Cyclist keeping gold but could still be banned
MOSCOW -- The Russian Cycling Federation criticized the IOC's decision to drop its doping probe of gold medalist Tyler Hamilton, who edged a Russian rider in the time trial at the Athens Games.
An initial test led to suspicions Hamilton had used a blood transfusion to boost his endurance. But the International Olympic Committee abandoned its probe last week because the American's backup specimen mistakenly was frozen and there weren't enough red blood cells left to analyze.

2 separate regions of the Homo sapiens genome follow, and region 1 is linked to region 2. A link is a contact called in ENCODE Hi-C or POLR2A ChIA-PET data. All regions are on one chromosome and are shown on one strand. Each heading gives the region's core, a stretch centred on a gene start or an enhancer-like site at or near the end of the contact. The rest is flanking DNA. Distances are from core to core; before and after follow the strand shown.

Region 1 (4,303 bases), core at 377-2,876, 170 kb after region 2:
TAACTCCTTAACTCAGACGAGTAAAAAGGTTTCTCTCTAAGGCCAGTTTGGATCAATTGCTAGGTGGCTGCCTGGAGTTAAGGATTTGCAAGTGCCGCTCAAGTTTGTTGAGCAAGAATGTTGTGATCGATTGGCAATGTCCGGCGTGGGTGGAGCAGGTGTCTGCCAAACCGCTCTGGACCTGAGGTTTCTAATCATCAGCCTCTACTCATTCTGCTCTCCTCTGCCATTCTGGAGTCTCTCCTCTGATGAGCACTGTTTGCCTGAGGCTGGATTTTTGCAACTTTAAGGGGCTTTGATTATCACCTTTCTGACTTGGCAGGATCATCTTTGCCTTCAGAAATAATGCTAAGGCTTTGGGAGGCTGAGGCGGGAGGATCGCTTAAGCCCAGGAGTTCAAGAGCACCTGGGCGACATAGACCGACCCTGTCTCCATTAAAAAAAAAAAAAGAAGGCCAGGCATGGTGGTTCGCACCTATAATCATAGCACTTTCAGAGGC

Hamilton still faces a possible two-year ban over a separate positive blood test at the Spanish Vuelta two weeks after the Olympics. His Phonak team said both blood samples he provided there came back positive.
Hamilton insists he is innocent and has vowed to clear his name. But Russian federation president Alexander Gusyatnikov told the Sport Express newspaper that the blood test results at the Olympics and the Spanish race point to wrongdoing by Hamilton.
If Hamilton had been stripped of the Olympic gold medal, it would have gone to Viatcheslav Ekimov. Hamilton will keep his medal because an athlete is considered guilty of doping only when both samples come back positive.
Copyright 2004 by The Associated Press